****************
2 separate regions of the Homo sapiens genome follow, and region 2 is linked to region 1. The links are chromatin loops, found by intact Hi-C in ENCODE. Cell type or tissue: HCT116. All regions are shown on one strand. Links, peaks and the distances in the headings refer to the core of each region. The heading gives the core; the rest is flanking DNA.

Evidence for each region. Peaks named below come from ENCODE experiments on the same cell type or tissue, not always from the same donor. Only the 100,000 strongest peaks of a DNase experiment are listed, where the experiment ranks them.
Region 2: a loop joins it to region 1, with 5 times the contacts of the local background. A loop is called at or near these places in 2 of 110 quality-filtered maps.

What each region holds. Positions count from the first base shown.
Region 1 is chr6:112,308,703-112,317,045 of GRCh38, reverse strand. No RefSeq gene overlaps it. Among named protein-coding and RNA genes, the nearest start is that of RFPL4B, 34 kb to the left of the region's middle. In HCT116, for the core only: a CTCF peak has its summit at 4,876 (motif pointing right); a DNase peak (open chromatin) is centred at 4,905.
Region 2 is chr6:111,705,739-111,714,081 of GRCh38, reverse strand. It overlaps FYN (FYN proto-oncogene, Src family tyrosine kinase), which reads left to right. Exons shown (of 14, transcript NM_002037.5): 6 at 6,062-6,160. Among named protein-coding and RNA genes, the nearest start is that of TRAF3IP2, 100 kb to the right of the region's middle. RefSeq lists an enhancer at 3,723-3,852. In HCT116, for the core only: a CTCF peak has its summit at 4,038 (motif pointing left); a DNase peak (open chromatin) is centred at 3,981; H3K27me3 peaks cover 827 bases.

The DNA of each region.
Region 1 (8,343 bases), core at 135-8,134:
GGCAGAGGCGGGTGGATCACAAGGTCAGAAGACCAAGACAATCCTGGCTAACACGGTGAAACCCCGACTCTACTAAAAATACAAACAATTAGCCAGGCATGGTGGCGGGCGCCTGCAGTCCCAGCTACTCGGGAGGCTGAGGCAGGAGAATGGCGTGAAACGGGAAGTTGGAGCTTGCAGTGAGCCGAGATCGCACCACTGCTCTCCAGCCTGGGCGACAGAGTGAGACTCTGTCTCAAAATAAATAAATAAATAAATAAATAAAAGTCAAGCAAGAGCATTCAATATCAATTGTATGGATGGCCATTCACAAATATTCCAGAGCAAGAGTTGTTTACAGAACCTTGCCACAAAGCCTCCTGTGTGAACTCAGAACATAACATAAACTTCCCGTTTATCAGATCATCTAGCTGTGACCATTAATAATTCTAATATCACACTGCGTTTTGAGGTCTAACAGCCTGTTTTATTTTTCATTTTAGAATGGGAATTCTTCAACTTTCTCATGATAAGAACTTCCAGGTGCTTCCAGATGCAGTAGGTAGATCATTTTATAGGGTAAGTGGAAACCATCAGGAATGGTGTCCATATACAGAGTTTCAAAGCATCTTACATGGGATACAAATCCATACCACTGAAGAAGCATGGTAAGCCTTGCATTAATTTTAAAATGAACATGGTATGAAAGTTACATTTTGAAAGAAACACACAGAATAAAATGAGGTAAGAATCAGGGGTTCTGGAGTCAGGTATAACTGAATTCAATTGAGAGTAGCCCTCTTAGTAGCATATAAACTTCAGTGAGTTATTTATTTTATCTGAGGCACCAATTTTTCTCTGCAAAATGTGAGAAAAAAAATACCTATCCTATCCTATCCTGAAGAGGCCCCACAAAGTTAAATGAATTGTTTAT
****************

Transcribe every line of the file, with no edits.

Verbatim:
2 separate regions of the Homo sapiens genome follow, and region 2 is linked to region 1. The links are chromatin loops, found by intact Hi-C in ENCODE. Cell type or tissue: HCT116. All regions are shown on one strand. Links, peaks and the distances in the headings refer to the core of each region. The heading gives the core; the rest is flanking DNA.

Evidence for each region. Peaks named below come from ENCODE experiments on the same cell type or tissue, not always from the same donor. Only the 100,000 strongest peaks of a DNase experiment are listed, where the experiment ranks them.
Region 2: a loop joins it to region 1, with 5 times the contacts of the local background. A loop is called at or near these places in 2 of 110 quality-filtered maps.

What each region holds. Positions count from the first base shown.
Region 1 is chr6:112,308,703-112,317,045 of GRCh38, reverse strand. No RefSeq gene overlaps it. Among named protein-coding and RNA genes, the nearest start is that of RFPL4B, 34 kb to the left of the region's middle. In HCT116, for the core only: a CTCF peak has its summit at 4,876 (motif pointing right); a DNase peak (open chromatin) is centred at 4,905.
Region 2 is chr6:111,705,739-111,714,081 of GRCh38, reverse strand. It overlaps FYN (FYN proto-oncogene, Src family tyrosine kinase), which reads left to right. Exons shown (of 14, transcript NM_002037.5): 6 at 6,062-6,160. Among named protein-coding and RNA genes, the nearest start is that of TRAF3IP2, 100 kb to the right of the region's middle. RefSeq lists an enhancer at 3,723-3,852. In HCT116, for the core only: a CTCF peak has its summit at 4,038 (motif pointing left); a DNase peak (open chromatin) is centred at 3,981; H3K27me3 peaks cover 827 bases.

The DNA of each region.
Region 1 (8,343 bases), core at 135-8,134:
GGCAGAGGCGGGTGGATCACAAGGTCAGAAGACCAAGACAATCCTGGCTAACACGGTGAAACCCCGACTCTACTAAAAATACAAACAATTAGCCAGGCATGGTGGCGGGCGCCTGCAGTCCCAGCTACTCGGGAGGCTGAGGCAGGAGAATGGCGTGAAACGGGAAGTTGGAGCTTGCAGTGAGCCGAGATCGCACCACTGCTCTCCAGCCTGGGCGACAGAGTGAGACTCTGTCTCAAAATAAATAAATAAATAAATAAATAAAAGTCAAGCAAGAGCATTCAATATCAATTGTATGGATGGCCATTCACAAATATTCCAGAGCAAGAGTTGTTTACAGAACCTTGCCACAAAGCCTCCTGTGTGAACTCAGAACATAACATAAACTTCCCGTTTATCAGATCATCTAGCTGTGACCATTAATAATTCTAATATCACACTGCGTTTTGAGGTCTAACAGCCTGTTTTATTTTTCATTTTAGAATGGGAATTCTTCAACTTTCTCATGATAAGAACTTCCAGGTGCTTCCAGATGCAGTAGGTAGATCATTTTATAGGGTAAGTGGAAACCATCAGGAATGGTGTCCATATACAGAGTTTCAAAGCATCTTACATGGGATACAAATCCATACCACTGAAGAAGCATGGTAAGCCTTGCATTAATTTTAAAATGAACATGGTATGAAAGTTACATTTTGAAAGAAACACACAGAATAAAATGAGGTAAGAATCAGGGGTTCTGGAGTCAGGTATAACTGAATTCAATTGAGAGTAGCCCTCTTAGTAGCATATAAACTTCAGTGAGTTATTTATTTTATCTGAGGCACCAATTTTTCTCTGCAAAATGTGAGAAAAAAAATACCTATCCTATCCTATCCTGAAGAGGCCCCACAAAGTTAAATGAATTGTTTAT